So, I posted this on my Facebook, but I thought I’d post it here too since it’s something that is very important to me, and the more who reads it the better. Feel free to share it with others as well.
So I received the following message from a friend, and I’m including my reply.
While I completely respect you, Dion, and your position as a teacher, I hope you do realize that you have friends on FB with somewhat opposing feelings. I do agree that the city is not playing a really great game either, but I think it is time for everyone to be the respectable adults that they are and let the negotiators continue their thing at the table and for you valuable teachers to return to the classroom. Again, not to disrespect, but didn’t u just take a job with CPS a few weeks ago agreeing to all of the terms of the job? I didn’t want to start “public” FB drama. But felt compelled by your posts in the last few days to send u message. -Anonymous
Oh, I know there are quite a few with somewhat opposing feelings. I’ve been involved in union and labor happenings for years. I stood in support with the CIW when they came to Chicago to battle with McDonald’s. As a social scientist, politics have fascinated me for some time. I also knew that this strike was coming when I applied for and accepted the job in Chicago.
At this juncture, I have a classroom that has 2 air conditioners that don’t work. On the second week of school, when temperatures reached 97 degrees, my room exceeded the external temperature, and although my students complained, they did the work we had to do, while we all sweated it out. Coworkers have already told me of the joys that await me in my room once winter hits. I currently have no textbooks, because textbooks are not ordered prior to the start of the school year. Finally, I have such a large range of students, I have students that I feel will be prime for any Ivy League school in the nation…and an alarming amount of students who either have parole officers, or are on house arrest. Basing my future compensation on the high stakes testing scores of my students, some of which I only see once a week, is downright nonsensical, and even the principal of the private school that Rahm Emanuel’s children go to expressed that view. There are too many variables that go into what makes a student successful.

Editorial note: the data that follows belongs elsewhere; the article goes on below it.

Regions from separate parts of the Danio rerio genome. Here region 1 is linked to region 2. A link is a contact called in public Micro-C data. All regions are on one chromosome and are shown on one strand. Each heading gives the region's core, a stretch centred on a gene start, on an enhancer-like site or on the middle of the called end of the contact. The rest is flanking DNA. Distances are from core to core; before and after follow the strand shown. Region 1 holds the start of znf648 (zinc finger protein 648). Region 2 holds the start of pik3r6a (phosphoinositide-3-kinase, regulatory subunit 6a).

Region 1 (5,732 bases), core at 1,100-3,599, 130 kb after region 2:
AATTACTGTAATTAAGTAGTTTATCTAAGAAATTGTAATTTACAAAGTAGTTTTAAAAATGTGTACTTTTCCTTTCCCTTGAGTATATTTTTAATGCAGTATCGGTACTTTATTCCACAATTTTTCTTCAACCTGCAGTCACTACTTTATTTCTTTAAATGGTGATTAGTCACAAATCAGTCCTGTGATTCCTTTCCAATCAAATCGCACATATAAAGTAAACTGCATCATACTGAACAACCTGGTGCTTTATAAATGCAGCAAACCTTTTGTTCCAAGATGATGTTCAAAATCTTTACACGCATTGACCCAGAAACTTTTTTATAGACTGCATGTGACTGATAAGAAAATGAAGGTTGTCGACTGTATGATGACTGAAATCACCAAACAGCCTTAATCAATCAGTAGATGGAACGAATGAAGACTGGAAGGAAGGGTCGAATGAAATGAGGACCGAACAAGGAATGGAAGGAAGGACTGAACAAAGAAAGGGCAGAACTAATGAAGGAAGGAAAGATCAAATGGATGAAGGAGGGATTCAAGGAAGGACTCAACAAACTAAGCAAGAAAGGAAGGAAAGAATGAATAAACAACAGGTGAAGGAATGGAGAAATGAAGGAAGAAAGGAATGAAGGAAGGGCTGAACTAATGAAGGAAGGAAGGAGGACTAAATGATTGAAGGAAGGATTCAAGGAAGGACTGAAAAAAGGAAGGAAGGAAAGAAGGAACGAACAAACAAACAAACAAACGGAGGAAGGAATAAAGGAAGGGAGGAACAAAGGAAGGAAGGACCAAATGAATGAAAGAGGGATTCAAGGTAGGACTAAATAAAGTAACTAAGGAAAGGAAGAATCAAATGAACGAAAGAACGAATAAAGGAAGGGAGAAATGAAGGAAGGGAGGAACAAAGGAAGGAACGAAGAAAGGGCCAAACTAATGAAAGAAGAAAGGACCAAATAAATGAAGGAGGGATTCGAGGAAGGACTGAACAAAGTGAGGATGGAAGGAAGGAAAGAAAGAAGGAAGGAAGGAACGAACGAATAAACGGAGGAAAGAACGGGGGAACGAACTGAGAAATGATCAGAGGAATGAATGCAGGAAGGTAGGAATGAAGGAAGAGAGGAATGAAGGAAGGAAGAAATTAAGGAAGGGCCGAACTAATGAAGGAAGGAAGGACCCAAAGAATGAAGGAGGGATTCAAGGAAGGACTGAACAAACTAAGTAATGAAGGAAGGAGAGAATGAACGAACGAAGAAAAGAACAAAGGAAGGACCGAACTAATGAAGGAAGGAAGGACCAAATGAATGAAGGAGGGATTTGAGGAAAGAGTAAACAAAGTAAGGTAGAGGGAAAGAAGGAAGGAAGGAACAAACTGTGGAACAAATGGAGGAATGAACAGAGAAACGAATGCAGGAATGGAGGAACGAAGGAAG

The issues that stand now are not new. These negotiations have been going on for over a year, and the mayor and CPS board refuse to be reasonable. I also knew this before I accepted the job. I never take my eye off Chicago politics, no matter where I live.
Are you familiar with the Little Village High School Hunger Strike? If not, take a read:
The city of Chicago has a long history of short changing it’s students, parents, and teachers, particularly those who live in impoverished and underserved neighborhoods. His solution ultimately is to turn all of these schools into charter schools, which would privatize them and make them someone else’s problem.